Retrofitting commercial office buildings for sustainability : tenants’ expectations and experiences

Miller, Evonne & Buys, Laurie (2011) Retrofitting commercial office buildings for sustainability : tenants’ expectations and experiences. In Proceedings of the International Conference Management and Innovation for a Sustainable Built Environment, Delft University of Technology, Beurs van Berlage, Amsterdam.

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Buildings, which account for approximately half of all annual energy and greenhouse gas emissions, are an important target area for any strategy addressing climate change. Whilst new commercial buildings increasingly address sustainability considerations, incorporating green technology in the refurbishment process of older buildings is technically, financially and socially challenging. This research explores the expectations and experiences of commercial office building tenants, whose building was under-going green refurbishment.


Semi-structured in-depth interviews with seven residents and neighbours of a large case-study building under-going green refurbishment in Melbourne, Australia. Built in 1979, the 7,008m² ‘B’ grade building consists of 11 upper levels of office accommodation, ground floor retail, and a basement area leased as a licensed restaurant. After refurbishment, which included the installation of chilled water pumps, solar water heating, waterless urinals, insulation, disabled toilets, and automatic dimming lights, it was expected that the environmental performance of the building would move from a non-existent zero ABGR (Australian Building Greenhouse Rating) star rating to 3.5 stars, with a 40% reduction in water consumption and 20% reduction in energy consumption. Interviews were transcribed, with responses analysed using a thematic approach, identifying categories, themes and patterns.


Commercial property tenants are on a journey to sustainability - they are interested and willing to engage in discussions about sustainability initiatives, but the process, costs and benefits need to be clear. Critically, whilst sustainability was an essential and non-negotiable criterion in building selection for government and larger corporate tenants, sustainability was not yet a core business value for smaller organisations – whilst they could see it as an emerging issue, they wanted detailed cost-benefit analyses, pay-back calculations of proposed technologies and, ideally, wished they could trial the technology first-hand in some way. Although extremely interested in learning more, most participants reported relatively minimal knowledge of specific sustainability features, designs or products. In discussions about different sustainable technologies (e.g., waterless urinals, green-rated carpets), participants frequently commented that they knew little about the technology, had not heard of it or were not sure exactly how it worked. Whilst participants viewed sustainable commercial buildings as the future, they had varied expectations about the fate of existing older buildings – most felt that they would have to be retrofitted at some point to meet market expectations and predicted the emergence of a ‘non-sustainability discount’ for residing in a building without sustainable features.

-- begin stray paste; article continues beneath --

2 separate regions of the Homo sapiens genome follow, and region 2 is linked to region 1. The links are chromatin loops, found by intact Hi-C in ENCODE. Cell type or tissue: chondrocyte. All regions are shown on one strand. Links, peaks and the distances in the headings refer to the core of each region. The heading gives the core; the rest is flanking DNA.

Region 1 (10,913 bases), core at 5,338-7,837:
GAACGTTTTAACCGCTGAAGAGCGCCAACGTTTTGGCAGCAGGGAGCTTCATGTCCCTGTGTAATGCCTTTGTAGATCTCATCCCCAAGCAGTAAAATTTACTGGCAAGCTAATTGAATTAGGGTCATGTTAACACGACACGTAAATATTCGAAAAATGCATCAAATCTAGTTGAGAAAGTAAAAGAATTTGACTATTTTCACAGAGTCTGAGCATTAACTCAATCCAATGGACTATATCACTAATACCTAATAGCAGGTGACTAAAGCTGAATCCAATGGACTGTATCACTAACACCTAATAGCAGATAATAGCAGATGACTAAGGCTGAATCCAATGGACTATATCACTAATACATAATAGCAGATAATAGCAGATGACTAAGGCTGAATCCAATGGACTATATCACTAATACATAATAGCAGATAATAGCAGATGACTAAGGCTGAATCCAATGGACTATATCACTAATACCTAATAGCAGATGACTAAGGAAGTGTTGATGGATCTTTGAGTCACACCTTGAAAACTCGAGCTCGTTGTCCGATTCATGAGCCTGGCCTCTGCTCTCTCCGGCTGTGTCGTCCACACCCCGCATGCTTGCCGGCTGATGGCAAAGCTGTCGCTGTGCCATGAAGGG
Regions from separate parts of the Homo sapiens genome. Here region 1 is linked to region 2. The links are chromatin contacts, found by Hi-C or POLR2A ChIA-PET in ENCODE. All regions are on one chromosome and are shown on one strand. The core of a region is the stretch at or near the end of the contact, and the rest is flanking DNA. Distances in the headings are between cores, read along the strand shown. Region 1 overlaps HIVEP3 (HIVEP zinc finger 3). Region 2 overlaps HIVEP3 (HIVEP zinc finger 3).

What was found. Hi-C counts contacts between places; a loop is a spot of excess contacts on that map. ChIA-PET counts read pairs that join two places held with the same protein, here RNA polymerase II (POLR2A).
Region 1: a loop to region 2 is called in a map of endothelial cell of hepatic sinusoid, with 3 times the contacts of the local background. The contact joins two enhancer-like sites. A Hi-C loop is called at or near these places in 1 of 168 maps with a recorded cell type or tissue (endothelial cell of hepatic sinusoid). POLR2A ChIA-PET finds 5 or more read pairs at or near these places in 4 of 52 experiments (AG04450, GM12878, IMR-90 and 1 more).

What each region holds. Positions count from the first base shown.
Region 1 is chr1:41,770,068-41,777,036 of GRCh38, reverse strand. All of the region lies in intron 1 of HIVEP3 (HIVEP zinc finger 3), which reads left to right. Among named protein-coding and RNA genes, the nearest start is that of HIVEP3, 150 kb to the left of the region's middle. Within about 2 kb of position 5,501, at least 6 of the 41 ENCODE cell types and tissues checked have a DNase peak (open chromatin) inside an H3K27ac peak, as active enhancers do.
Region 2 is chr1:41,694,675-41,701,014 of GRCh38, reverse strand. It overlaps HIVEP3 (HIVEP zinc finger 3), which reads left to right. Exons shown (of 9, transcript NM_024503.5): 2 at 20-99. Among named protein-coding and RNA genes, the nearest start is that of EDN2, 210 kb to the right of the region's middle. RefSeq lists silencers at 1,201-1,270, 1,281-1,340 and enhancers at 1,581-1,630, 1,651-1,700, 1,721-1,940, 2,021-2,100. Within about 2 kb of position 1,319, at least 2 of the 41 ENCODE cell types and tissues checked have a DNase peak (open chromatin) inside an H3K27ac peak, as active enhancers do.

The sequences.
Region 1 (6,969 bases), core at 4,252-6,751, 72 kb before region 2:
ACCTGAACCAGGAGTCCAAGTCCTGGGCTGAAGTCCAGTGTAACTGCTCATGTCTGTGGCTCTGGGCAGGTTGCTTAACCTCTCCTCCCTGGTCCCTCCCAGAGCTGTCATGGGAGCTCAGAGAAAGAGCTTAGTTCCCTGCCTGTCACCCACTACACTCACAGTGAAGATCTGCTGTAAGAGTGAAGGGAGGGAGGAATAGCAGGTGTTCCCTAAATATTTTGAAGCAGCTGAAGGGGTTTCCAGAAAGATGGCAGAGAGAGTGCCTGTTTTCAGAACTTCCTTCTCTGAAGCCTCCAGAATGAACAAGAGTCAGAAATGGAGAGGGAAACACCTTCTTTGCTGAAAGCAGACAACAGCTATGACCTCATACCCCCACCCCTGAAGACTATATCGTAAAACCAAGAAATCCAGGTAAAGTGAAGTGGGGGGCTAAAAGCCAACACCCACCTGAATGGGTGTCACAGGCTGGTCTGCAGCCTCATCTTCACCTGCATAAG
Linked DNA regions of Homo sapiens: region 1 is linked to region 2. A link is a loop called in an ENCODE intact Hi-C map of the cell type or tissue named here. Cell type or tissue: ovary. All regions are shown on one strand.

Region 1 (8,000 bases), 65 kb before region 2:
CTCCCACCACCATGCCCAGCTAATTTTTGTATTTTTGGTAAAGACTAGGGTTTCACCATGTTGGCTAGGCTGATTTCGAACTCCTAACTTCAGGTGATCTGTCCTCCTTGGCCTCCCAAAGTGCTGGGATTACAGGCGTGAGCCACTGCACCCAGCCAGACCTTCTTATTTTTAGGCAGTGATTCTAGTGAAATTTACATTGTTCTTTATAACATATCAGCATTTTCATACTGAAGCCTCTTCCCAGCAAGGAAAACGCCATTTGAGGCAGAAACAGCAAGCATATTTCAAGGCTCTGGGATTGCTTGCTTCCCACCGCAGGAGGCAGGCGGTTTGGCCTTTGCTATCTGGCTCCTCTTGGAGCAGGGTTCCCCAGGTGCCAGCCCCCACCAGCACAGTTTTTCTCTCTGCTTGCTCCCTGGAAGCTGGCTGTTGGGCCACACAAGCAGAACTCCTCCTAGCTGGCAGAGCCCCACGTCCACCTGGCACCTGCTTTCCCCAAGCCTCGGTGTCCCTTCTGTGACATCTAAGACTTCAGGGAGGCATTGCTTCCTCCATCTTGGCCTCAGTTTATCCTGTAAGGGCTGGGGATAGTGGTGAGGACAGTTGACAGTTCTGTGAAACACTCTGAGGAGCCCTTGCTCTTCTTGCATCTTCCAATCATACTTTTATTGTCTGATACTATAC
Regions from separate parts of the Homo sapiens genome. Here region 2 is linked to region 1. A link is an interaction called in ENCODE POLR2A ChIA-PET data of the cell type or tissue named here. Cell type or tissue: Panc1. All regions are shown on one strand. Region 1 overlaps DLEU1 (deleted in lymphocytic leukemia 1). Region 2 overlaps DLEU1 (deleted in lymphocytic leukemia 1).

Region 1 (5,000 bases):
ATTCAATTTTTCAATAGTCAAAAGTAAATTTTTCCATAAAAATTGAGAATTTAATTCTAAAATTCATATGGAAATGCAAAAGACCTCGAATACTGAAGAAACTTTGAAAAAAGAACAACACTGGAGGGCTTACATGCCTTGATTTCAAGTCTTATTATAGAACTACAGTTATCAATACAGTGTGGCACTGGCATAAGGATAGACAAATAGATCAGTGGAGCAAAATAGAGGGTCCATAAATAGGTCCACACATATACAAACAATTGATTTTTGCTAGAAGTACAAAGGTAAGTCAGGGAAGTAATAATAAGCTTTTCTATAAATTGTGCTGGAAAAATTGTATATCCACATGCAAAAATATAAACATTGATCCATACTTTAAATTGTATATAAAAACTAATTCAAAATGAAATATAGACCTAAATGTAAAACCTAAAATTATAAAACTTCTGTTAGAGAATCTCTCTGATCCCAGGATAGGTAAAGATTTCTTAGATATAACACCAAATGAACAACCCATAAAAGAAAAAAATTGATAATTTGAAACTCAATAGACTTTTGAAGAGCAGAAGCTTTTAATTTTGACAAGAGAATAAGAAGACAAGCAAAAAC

This research offers a beginning point for understanding the difficulty of integrating green technology in older commercial buildings. Tenants currently have limited understandings of technology and potential building performance outcomes, which ultimately could impede the implementation of sustainable initiatives in older buildings. Whilst the commercial property market is interested in learning about sustainability in the built environment, the findings highlight the importance of developing a strong business case, communication and transition plan for implementing sustainability retrofits in existing commercial buildings.

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ID Code: 46923
Item Type: Conference Paper
Refereed: Yes
Keywords: commercial buildings, retrofitting for sustainability, qualitative research
ISBN: 9789052693958
Subjects: Australian and New Zealand Standard Research Classification > ENVIRONMENTAL SCIENCES (050000) > ENVIRONMENTAL SCIENCE AND MANAGEMENT (050200) > Environmental Management (050205)
Australian and New Zealand Standard Research Classification > BUILT ENVIRONMENT AND DESIGN (120000) > ARCHITECTURE (120100) > Architectural Science and Technology (incl. Acoustics Lighting Structure and Ecologically Sustainable Design) (120104)
Divisions: Past > QUT Faculties & Divisions > Faculty of Built Environment and Engineering
Copyright Owner: Copyright 2011 [please consult the authors]
Deposited On: 10 Nov 2011 00:04
Last Modified: 11 Nov 2011 04:56

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